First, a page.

I made every attempt that I could to surgically delve into the psyches of each character: Cancer, the TV, the Angel, Edna, and her son, Andrew, and try to figure out what was it that was lost. And what I discovered, which may be a major hurdle for this director in the long run, is that the actors themselves lacked emotion. They seemed antiseptic and just short of wearing body suits so they wouldn’t become soiled with the dampness of emotional perspiration.
Imagine two bars of metal that are magnetized with positive and negative charges. Now try pushing together the two bars positive to positive. The metal bars repel each other. Drawing close to each other can’t happen. There is a resistance that cannot be avoided due to the physical nature of the charges. And this went on throughout the play until the bitter end which was in fact unsatisfying providing Mr. Rabe was trying to elucidate the softly shattered lives of disparate familial personalities and failings.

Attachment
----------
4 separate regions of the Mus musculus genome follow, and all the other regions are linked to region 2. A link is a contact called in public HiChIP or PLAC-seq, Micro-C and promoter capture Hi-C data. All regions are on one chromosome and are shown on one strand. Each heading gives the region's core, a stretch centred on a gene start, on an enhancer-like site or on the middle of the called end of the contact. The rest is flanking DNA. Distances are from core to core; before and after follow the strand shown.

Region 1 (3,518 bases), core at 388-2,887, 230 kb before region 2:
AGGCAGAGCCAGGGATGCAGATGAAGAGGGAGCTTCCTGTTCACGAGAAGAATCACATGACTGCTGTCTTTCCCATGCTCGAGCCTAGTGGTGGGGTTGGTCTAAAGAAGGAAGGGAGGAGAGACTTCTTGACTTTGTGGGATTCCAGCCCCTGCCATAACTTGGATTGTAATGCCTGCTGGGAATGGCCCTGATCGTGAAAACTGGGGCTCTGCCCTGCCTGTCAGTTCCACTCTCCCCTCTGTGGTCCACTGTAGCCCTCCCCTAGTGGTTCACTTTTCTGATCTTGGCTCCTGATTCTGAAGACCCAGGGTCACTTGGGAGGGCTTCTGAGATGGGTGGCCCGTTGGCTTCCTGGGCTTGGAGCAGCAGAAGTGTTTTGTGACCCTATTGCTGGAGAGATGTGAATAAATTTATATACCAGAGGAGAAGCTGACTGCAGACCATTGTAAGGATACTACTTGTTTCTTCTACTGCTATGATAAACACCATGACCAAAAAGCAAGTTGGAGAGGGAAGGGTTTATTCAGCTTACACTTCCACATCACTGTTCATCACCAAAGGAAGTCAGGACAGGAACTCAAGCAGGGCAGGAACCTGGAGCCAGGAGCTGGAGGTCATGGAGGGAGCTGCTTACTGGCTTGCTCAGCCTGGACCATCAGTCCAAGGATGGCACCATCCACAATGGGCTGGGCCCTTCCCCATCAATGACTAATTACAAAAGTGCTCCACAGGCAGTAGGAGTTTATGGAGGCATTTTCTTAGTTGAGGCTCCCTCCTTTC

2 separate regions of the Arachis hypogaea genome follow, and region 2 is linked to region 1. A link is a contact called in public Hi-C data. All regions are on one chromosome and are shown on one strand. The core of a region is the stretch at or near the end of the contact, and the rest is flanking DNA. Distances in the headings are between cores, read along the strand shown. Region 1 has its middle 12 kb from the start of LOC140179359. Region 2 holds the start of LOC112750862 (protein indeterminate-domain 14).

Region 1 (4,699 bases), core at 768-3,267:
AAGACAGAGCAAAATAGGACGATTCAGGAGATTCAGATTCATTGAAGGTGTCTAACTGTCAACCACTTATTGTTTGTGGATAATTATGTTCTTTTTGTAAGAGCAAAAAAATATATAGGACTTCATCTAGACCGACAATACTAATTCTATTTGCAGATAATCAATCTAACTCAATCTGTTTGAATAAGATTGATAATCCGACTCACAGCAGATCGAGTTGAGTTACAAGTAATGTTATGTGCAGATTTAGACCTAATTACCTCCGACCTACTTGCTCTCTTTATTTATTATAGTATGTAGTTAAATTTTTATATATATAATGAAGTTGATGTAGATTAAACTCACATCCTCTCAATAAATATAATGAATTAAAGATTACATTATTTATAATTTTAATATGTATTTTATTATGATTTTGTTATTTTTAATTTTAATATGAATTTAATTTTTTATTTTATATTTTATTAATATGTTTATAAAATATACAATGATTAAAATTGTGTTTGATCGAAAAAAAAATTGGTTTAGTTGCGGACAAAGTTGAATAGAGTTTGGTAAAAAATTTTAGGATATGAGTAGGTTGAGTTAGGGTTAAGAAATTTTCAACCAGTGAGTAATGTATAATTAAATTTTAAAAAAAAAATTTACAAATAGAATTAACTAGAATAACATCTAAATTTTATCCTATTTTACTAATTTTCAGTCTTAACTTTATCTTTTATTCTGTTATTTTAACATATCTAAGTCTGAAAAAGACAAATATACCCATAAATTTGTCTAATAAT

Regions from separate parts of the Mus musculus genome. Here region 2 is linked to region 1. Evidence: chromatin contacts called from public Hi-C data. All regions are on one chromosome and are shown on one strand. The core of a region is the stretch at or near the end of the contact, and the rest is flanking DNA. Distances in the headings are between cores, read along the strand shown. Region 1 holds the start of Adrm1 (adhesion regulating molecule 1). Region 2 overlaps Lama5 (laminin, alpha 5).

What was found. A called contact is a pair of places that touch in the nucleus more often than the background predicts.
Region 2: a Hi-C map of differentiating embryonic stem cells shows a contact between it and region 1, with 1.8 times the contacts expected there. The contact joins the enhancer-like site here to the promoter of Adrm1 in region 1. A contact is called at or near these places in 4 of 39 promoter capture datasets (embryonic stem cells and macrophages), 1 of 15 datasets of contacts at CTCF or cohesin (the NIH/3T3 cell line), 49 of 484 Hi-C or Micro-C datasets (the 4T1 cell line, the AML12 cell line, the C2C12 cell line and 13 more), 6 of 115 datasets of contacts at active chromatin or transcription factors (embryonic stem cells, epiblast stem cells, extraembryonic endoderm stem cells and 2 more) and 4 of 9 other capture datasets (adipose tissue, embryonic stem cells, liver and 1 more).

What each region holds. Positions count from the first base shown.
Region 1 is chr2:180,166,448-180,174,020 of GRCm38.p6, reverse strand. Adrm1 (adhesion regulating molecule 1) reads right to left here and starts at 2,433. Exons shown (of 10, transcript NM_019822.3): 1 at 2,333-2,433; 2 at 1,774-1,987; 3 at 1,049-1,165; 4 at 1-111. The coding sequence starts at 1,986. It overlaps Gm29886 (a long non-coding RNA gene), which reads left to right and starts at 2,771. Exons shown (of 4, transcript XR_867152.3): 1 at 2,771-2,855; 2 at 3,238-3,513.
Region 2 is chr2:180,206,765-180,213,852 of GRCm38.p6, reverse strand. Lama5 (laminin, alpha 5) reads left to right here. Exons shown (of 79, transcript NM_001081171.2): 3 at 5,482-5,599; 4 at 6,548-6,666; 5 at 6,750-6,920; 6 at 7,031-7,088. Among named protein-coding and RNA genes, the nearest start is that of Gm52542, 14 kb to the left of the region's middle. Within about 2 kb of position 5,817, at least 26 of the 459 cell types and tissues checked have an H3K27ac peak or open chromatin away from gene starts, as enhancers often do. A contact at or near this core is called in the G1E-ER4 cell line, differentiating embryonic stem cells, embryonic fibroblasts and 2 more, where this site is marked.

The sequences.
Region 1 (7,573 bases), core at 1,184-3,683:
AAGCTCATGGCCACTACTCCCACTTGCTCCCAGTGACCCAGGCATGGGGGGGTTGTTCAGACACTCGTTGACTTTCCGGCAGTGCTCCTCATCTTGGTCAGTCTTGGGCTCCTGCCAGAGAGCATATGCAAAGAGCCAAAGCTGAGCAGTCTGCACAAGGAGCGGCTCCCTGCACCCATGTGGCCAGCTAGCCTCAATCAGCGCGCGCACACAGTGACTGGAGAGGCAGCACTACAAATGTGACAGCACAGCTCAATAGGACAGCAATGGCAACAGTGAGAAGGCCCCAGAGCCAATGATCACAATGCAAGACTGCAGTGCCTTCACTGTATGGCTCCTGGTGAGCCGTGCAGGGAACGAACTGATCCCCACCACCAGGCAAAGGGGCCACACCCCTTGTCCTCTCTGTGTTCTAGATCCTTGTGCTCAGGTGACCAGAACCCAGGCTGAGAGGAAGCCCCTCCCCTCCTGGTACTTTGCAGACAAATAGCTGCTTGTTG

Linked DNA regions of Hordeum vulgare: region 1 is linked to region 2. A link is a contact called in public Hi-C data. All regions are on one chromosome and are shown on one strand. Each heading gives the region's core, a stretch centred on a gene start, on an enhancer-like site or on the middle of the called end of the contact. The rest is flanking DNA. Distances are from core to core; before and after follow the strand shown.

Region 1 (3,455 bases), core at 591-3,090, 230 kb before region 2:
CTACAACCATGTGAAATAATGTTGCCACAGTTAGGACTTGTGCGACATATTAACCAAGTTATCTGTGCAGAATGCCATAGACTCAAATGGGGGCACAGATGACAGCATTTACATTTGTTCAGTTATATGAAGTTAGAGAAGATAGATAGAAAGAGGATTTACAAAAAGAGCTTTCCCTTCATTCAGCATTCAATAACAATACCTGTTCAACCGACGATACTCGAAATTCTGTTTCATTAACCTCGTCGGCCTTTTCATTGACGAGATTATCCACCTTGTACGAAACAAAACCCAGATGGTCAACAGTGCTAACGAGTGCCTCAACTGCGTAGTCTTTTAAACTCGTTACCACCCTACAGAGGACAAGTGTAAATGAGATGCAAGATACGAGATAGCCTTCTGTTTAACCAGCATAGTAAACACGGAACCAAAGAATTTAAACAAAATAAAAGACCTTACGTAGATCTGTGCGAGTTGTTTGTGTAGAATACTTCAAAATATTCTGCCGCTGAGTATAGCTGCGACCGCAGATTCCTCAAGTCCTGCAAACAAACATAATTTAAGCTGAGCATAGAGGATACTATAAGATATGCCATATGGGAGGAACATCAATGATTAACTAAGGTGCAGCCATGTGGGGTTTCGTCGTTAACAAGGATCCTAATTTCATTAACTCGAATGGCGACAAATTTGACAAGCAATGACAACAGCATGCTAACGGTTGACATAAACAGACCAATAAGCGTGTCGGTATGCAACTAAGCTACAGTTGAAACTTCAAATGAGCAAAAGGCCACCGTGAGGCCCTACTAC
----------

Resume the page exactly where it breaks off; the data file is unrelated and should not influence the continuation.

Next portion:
Now, to be fair, I have not seen or remember seeing any of the other plays that have been written by Mr. Rabe. And I can’t blame the director, though in this case, it is her job to interpret the author’s intentions. Somehow, I don’t think tedium was on his mind.
But that’s where the disconnect occurred for me and my mind tended to gravitate toward cigars. I couldn’t help but envision a cornucopia of smoking stogies running through my head as I sat there trying to figure out why this play isn’t gripping me with relatable, raw reactions.